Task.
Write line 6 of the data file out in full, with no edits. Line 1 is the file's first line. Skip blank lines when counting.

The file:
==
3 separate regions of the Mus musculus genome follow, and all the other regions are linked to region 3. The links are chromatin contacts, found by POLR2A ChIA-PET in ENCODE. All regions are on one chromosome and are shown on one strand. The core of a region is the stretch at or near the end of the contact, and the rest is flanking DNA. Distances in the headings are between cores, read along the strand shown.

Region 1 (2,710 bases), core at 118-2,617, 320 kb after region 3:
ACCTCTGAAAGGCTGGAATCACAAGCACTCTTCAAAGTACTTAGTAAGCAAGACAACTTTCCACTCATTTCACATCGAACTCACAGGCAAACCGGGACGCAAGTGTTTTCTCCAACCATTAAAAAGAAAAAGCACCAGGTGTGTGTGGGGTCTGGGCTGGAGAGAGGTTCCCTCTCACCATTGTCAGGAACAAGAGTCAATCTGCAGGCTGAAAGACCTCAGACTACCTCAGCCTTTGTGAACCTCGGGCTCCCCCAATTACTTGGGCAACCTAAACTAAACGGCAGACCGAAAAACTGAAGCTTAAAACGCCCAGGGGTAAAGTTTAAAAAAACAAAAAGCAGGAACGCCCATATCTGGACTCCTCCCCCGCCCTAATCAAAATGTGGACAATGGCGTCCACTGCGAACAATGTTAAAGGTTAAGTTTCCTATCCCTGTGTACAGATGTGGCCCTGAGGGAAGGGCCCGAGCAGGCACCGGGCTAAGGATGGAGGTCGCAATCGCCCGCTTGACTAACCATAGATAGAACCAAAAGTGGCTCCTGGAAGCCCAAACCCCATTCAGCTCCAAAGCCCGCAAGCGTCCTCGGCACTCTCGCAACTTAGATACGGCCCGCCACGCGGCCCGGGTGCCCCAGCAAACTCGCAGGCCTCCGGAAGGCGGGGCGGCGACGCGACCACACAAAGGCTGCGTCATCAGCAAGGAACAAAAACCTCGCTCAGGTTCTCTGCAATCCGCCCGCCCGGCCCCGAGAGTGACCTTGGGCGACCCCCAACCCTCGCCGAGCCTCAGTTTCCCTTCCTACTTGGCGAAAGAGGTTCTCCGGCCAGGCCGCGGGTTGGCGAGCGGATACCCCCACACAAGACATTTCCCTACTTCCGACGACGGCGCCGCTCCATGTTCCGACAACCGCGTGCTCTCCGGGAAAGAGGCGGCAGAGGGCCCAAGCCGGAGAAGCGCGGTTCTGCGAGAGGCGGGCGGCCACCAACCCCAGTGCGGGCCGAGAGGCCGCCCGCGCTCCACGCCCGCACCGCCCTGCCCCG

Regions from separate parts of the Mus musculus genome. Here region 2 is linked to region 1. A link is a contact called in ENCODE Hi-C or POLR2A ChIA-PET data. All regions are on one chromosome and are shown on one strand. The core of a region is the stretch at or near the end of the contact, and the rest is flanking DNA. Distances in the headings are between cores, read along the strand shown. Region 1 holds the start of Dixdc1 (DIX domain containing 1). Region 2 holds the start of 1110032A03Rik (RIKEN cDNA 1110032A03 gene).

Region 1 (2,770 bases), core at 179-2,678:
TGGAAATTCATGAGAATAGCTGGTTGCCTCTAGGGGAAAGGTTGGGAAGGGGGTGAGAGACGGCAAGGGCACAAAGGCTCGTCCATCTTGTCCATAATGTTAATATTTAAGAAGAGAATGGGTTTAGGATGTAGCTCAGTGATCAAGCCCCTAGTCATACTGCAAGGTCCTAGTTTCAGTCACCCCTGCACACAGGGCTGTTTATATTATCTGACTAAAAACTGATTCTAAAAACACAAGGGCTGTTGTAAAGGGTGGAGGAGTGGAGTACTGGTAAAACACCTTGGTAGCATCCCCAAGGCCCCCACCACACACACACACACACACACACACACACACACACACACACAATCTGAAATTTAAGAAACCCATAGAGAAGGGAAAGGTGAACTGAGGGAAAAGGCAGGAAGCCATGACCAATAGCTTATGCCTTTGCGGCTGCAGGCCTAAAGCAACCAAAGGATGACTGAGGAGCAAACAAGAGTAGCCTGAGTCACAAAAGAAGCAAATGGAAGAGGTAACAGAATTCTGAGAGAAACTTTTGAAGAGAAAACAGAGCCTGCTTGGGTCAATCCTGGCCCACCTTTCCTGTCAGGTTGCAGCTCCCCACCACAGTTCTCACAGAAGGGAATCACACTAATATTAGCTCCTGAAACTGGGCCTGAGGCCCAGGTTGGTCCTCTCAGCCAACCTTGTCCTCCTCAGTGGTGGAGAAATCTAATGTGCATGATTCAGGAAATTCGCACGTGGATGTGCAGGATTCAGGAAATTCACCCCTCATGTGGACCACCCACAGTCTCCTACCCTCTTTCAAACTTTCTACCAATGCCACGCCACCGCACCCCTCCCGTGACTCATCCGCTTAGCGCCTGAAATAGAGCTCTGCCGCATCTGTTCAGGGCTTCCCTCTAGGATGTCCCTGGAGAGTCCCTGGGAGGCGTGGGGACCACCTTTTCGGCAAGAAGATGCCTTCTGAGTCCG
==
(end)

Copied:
TGGAAATTCATGAGAATAGCTGGTTGCCTCTAGGGGAAAGGTTGGGAAGGGGGTGAGAGACGGCAAGGGCACAAAGGCTCGTCCATCTTGTCCATAATGTTAATATTTAAGAAGAGAATGGGTTTAGGATGTAGCTCAGTGATCAAGCCCCTAGTCATACTGCAAGGTCCTAGTTTCAGTCACCCCTGCACACAGGGCTGTTTATATTATCTGACTAAAAACTGATTCTAAAAACACAAGGGCTGTTGTAAAGGGTGGAGGAGTGGAGTACTGGTAAAACACCTTGGTAGCATCCCCAAGGCCCCCACCACACACACACACACACACACACACACACACACACACACACAATCTGAAATTTAAGAAACCCATAGAGAAGGGAAAGGTGAACTGAGGGAAAAGGCAGGAAGCCATGACCAATAGCTTATGCCTTTGCGGCTGCAGGCCTAAAGCAACCAAAGGATGACTGAGGAGCAAACAAGAGTAGCCTGAGTCACAAAAGAAGCAAATGGAAGAGGTAACAGAATTCTGAGAGAAACTTTTGAAGAGAAAACAGAGCCTGCTTGGGTCAATCCTGGCCCACCTTTCCTGTCAGGTTGCAGCTCCCCACCACAGTTCTCACAGAAGGGAATCACACTAATATTAGCTCCTGAAACTGGGCCTGAGGCCCAGGTTGGTCCTCTCAGCCAACCTTGTCCTCCTCAGTGGTGGAGAAATCTAATGTGCATGATTCAGGAAATTCGCACGTGGATGTGCAGGATTCAGGAAATTCACCCCTCATGTGGACCACCCACAGTCTCCTACCCTCTTTCAAACTTTCTACCAATGCCACGCCACCGCACCCCTCCCGTGACTCATCCGCTTAGCGCCTGAAATAGAGCTCTGCCGCATCTGTTCAGGGCTTCCCTCTAGGATGTCCCTGGAGAGTCCCTGGGAGGCGTGGGGACCACCTTTTCGGCAAGAAGATGCCTTCTGAGTCCG